After initial procurement of the "fly away" kits, advanced prototypes were delivered as a result of the Army's first Cyber Innovation Challenge, which took place in 2015 and resulted in Other Transaction (OT) agreements with two vendors who have since delivered several iterations of the prototypes for feedback.

The Army is executing a series of OT agreements, which look to industry partners -- especially non-traditional defense contractors -- to deliver prototype solutions for rapid evaluation. This interaction is facilitated through a consortium of industry, academia and government entities, enabling the Army to solicit, evaluate and purchase limited quantity equipment prototypes. The prototypes are then placed in the hands of cyber Soldiers for evaluation and experimentation.

Now that the Cyber Innovation Challenge series has demonstrated the real value of OT-based rapid prototyping, the Army is incorporating rapid and continuous prototyping into its cyber programs of record. While all prototypes start out as something of an experiment, some will reach the level of feeding into formal programs.

For example, with Defensive Cyber Operations (DCO), the Army's Product Manager DCO is building an agile acquisition strategy that includes a continuous cycle of rapid prototyping efforts to harness innovative technology for adaption by the program baselines. This complementary process will deliver prototypes every four months to get the emerging capabilities into the hands of Soldiers for initial evaluation and limited use, while also providing feedback to inform the evolution of the longer-term programs of record.

The System of Systems Engineering and Integration (SoSE&I) Cyber Focal is the facilitator, ensuring shared awareness of cyber requirements, synchronizing prototyping activities, and enabling the rapid adoption of innovative technology into programs. The RCO is also involved in the process at key steps to leverage existing initiatives and inject strategic priorities as required.

"With the integration of continuous prototyping into our DCO programs of record, the product manager is well situated to execute RCO priorities in the DCO mission area," said Col. Bryan Stephens, cyber director for RCO and SoSE&I. "Cyber programs must have a constant element of prototyping to ensure that they remain technically and operationally relevant."

In April, the Product Manager DCO hosted an industry day at Fort Belvoir, Va., to explain seven individual Requests for Information (RFIs), asking for feedback from industry on requirements for each. By separating the Army's defensive cyber capability needs into seven RFIs, the Army can inject mobility, speed and agility in creating cyber capabilities. The office also plans to utilize the IT Box model, which provides flexibility to create or update requirements as new Operational Needs Statements arrive from the field.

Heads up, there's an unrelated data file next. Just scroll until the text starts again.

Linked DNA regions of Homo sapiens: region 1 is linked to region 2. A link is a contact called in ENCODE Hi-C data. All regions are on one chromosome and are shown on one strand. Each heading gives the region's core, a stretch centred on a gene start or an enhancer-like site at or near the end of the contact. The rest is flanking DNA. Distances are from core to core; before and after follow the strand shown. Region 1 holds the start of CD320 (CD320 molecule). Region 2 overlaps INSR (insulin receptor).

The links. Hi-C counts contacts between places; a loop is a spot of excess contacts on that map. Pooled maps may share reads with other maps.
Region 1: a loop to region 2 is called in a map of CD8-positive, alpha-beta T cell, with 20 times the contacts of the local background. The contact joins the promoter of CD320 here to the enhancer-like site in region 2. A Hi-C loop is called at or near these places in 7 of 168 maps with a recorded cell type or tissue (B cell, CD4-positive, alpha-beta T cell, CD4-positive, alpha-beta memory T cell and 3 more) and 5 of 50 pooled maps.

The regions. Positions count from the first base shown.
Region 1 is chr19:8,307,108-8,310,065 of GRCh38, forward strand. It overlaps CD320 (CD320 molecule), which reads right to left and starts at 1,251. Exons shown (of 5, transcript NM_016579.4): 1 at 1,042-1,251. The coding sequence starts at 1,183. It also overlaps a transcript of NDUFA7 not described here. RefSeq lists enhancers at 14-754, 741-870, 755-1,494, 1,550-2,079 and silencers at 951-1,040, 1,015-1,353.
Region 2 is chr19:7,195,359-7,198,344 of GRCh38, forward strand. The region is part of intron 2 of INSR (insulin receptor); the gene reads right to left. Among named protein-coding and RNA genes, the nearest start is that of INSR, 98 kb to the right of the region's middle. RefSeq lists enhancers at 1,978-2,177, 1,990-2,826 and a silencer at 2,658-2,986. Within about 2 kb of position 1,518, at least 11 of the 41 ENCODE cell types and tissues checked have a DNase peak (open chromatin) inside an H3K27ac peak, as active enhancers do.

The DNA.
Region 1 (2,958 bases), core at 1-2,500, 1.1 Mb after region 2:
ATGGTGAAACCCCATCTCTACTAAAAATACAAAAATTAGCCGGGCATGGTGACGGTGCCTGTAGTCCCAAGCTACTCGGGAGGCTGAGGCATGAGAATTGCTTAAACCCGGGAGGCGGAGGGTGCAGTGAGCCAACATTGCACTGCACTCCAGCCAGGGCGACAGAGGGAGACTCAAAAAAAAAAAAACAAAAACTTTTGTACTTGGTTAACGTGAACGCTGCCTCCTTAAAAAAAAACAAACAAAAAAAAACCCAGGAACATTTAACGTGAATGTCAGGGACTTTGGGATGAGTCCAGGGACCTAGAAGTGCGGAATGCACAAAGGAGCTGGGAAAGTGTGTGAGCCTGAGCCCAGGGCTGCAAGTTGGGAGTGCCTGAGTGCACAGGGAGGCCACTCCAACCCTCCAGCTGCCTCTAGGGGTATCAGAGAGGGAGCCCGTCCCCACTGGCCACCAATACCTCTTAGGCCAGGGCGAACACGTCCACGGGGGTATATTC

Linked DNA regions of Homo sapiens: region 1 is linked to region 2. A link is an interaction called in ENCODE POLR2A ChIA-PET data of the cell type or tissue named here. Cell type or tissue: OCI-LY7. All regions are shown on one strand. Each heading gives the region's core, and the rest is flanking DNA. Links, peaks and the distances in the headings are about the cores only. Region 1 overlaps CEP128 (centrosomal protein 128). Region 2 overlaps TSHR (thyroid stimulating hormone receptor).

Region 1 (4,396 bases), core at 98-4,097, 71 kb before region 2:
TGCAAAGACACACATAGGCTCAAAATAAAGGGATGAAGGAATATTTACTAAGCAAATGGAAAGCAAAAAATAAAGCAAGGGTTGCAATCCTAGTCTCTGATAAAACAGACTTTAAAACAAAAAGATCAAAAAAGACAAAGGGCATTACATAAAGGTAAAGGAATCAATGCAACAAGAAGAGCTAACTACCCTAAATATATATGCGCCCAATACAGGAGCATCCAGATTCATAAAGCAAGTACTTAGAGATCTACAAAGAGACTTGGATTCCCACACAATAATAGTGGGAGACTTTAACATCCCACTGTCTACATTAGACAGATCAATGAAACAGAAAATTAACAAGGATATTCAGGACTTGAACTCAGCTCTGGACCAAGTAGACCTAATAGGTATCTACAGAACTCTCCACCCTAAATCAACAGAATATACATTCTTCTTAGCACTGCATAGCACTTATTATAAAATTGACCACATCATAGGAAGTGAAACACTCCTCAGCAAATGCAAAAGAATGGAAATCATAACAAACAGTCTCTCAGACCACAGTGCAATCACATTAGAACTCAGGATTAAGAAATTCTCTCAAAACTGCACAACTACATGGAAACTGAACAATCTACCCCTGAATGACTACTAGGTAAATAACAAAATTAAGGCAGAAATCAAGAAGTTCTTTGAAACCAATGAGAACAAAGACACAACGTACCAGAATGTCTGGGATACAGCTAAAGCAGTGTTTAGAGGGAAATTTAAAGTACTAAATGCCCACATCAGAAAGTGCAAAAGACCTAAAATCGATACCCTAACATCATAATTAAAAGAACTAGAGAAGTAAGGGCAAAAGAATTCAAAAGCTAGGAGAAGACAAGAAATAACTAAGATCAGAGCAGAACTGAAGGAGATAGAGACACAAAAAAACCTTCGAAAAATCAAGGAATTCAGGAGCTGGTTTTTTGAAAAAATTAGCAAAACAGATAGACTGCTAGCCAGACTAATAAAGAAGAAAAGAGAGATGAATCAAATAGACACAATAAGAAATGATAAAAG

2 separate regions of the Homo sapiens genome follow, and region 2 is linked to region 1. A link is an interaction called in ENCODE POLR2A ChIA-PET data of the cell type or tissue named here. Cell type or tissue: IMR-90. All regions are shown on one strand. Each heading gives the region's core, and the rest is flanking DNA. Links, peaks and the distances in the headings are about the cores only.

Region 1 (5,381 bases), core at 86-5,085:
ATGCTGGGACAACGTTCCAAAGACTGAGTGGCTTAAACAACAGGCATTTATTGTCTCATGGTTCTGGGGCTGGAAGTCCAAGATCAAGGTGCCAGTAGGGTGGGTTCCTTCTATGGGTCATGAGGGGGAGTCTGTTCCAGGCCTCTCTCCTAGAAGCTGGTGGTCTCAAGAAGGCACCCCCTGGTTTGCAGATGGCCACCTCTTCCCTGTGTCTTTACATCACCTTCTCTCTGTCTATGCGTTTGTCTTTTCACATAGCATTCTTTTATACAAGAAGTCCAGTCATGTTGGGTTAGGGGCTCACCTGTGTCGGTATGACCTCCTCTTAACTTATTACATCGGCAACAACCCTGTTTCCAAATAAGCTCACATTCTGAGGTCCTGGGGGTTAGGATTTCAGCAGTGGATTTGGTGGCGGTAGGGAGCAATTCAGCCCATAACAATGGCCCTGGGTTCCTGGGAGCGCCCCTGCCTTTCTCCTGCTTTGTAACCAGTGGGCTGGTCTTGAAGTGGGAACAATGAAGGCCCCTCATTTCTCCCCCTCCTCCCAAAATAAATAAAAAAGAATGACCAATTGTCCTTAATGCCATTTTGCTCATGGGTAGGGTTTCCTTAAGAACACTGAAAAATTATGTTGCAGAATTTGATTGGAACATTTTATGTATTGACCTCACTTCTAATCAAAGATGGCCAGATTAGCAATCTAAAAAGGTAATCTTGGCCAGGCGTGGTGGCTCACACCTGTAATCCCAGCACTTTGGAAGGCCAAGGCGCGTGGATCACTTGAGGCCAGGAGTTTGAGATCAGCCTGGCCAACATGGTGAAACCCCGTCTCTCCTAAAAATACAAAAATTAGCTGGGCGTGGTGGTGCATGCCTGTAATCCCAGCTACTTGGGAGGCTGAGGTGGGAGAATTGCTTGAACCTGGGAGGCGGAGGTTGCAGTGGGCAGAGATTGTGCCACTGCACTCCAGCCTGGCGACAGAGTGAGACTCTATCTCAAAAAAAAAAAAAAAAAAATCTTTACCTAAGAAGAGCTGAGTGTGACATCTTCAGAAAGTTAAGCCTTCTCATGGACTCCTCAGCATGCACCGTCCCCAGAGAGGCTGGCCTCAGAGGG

"With the seven prototype RFIs, we're trying to do things a little different by getting feedback early to refine our requirements so we know we're giving the warfighters the best capability," said Lt. Col. Scott Helmore, Product Manager DCO during the industry day. "Our main focus is on the cyber protection teams. Every day they are doing operations and we can't be delivering a capability to them three years down the line. With the IT Box, we can change our requirements over time and we can add to it. It's a more flexible approach."

To ensure the operational aspect of these advancing cyber capabilities, the Army is utilizing exercises such as the NIEs and JWAs. In July, at NIE 17.2 being held at Fort Bliss, Texas, the Army will advance tactics, techniques and procedures for DCO, building on lessons learned during pilots conducted at NIE 16.1, NIE 16.2, and the first Army Warfighting Assessment (now known as the JWA).

The main objectives for cyber operations during NIE 17.2 include capturing lessons learned in the use of DCO at the tactical level, determining technical and procedural requirements for malware analysis and forensics tasks, demonstrating integrated global and regional cyberspace operations, and integrating unit-level Network Operations soldiers that plan, manage and defend the tactical network.